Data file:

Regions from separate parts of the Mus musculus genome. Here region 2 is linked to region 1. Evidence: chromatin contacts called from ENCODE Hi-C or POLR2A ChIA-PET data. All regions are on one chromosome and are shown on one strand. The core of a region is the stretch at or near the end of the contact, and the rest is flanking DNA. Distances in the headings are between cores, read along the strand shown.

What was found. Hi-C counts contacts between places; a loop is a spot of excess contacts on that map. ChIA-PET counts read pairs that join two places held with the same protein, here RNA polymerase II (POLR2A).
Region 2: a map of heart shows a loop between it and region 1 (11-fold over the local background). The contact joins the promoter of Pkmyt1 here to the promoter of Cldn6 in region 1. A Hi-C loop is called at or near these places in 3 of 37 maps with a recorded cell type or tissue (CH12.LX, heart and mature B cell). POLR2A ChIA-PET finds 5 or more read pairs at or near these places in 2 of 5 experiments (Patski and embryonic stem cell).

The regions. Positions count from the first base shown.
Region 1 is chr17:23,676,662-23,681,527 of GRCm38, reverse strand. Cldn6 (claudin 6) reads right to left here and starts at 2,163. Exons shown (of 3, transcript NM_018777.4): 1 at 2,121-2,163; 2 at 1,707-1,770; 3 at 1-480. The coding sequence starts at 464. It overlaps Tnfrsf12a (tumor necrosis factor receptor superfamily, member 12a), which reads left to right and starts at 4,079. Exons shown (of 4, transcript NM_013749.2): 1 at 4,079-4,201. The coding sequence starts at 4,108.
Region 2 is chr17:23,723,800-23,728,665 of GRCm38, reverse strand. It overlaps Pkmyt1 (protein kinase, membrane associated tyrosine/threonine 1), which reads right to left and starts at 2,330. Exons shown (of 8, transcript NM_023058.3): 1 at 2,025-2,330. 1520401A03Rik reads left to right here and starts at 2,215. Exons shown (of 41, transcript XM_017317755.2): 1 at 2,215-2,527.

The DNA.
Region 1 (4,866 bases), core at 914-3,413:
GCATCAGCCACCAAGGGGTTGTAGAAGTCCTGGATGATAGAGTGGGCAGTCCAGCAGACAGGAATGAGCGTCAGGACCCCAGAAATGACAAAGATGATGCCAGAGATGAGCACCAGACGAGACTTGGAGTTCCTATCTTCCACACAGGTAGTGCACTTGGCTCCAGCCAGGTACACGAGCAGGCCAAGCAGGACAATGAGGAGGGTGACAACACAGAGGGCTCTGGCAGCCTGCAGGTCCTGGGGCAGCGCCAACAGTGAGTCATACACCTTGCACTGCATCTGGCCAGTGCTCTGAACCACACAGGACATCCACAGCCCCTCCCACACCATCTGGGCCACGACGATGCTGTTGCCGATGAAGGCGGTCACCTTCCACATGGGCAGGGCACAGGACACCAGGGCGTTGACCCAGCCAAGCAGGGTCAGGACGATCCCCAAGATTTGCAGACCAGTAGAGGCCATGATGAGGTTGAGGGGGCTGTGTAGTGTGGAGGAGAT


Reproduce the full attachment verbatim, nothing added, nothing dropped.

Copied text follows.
Regions from separate parts of the Mus musculus genome. Here region 2 is linked to region 1. Evidence: chromatin contacts called from ENCODE Hi-C or POLR2A ChIA-PET data. All regions are on one chromosome and are shown on one strand. The core of a region is the stretch at or near the end of the contact, and the rest is flanking DNA. Distances in the headings are between cores, read along the strand shown.

What was found. Hi-C counts contacts between places; a loop is a spot of excess contacts on that map. ChIA-PET counts read pairs that join two places held with the same protein, here RNA polymerase II (POLR2A).
Region 2: a map of heart shows a loop between it and region 1 (11-fold over the local background). The contact joins the promoter of Pkmyt1 here to the promoter of Cldn6 in region 1. A Hi-C loop is called at or near these places in 3 of 37 maps with a recorded cell type or tissue (CH12.LX, heart and mature B cell). POLR2A ChIA-PET finds 5 or more read pairs at or near these places in 2 of 5 experiments (Patski and embryonic stem cell).

The regions. Positions count from the first base shown.
Region 1 is chr17:23,676,662-23,681,527 of GRCm38, reverse strand. Cldn6 (claudin 6) reads right to left here and starts at 2,163. Exons shown (of 3, transcript NM_018777.4): 1 at 2,121-2,163; 2 at 1,707-1,770; 3 at 1-480. The coding sequence starts at 464. It overlaps Tnfrsf12a (tumor necrosis factor receptor superfamily, member 12a), which reads left to right and starts at 4,079. Exons shown (of 4, transcript NM_013749.2): 1 at 4,079-4,201. The coding sequence starts at 4,108.
Region 2 is chr17:23,723,800-23,728,665 of GRCm38, reverse strand. It overlaps Pkmyt1 (protein kinase, membrane associated tyrosine/threonine 1), which reads right to left and starts at 2,330. Exons shown (of 8, transcript NM_023058.3): 1 at 2,025-2,330. 1520401A03Rik reads left to right here and starts at 2,215. Exons shown (of 41, transcript XM_017317755.2): 1 at 2,215-2,527.

The DNA.
Region 1 (4,866 bases), core at 914-3,413:
GCATCAGCCACCAAGGGGTTGTAGAAGTCCTGGATGATAGAGTGGGCAGTCCAGCAGACAGGAATGAGCGTCAGGACCCCAGAAATGACAAAGATGATGCCAGAGATGAGCACCAGACGAGACTTGGAGTTCCTATCTTCCACACAGGTAGTGCACTTGGCTCCAGCCAGGTACACGAGCAGGCCAAGCAGGACAATGAGGAGGGTGACAACACAGAGGGCTCTGGCAGCCTGCAGGTCCTGGGGCAGCGCCAACAGTGAGTCATACACCTTGCACTGCATCTGGCCAGTGCTCTGAACCACACAGGACATCCACAGCCCCTCCCACACCATCTGGGCCACGACGATGCTGTTGCCGATGAAGGCGGTCACCTTCCACATGGGCAGGGCACAGGACACCAGGGCGTTGACCCAGCCAAGCAGGGTCAGGACGATCCCCAAGATTTGCAGACCAGTAGAGGCCATGATGAGGTTGAGGGGGCTGTGTAGTGTGGAGGAGAT